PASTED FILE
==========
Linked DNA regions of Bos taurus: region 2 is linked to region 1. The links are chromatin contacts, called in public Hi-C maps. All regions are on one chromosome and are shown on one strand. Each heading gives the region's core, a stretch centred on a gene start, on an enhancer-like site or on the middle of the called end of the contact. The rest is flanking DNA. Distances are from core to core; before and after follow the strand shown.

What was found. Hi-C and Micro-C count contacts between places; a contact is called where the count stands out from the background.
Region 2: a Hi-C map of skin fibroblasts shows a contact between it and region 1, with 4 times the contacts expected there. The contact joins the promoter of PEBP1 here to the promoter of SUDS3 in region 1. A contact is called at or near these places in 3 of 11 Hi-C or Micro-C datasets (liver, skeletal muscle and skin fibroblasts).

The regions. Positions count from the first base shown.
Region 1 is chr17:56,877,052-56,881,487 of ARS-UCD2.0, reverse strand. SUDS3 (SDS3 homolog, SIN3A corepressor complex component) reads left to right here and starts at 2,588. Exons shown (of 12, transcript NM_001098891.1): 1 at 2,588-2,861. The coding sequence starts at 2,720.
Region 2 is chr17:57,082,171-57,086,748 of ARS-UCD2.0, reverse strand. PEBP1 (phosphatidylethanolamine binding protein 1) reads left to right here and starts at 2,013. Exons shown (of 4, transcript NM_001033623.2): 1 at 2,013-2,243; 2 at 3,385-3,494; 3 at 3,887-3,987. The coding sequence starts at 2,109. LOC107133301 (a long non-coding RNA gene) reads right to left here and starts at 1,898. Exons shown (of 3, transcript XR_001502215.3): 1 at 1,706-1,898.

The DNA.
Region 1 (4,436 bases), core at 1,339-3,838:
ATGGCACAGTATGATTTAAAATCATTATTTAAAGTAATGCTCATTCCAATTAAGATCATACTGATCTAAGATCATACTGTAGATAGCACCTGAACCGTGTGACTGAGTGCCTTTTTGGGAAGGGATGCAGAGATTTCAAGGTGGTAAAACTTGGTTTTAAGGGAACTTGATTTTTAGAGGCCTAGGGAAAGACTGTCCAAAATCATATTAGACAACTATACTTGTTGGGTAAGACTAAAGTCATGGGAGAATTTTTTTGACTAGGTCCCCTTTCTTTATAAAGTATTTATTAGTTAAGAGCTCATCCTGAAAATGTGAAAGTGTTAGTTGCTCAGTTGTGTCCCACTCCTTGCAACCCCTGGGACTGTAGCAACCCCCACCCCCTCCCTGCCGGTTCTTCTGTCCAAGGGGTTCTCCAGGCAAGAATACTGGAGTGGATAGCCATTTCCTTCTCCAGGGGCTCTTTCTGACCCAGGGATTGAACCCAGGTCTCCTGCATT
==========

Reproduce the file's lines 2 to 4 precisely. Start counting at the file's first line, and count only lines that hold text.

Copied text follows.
What was found. Hi-C and Micro-C count contacts between places; a contact is called where the count stands out from the background.
Region 2: a Hi-C map of skin fibroblasts shows a contact between it and region 1, with 4 times the contacts expected there. The contact joins the promoter of PEBP1 here to the promoter of SUDS3 in region 1. A contact is called at or near these places in 3 of 11 Hi-C or Micro-C datasets (liver, skeletal muscle and skin fibroblasts).

The regions. Positions count from the first base shown.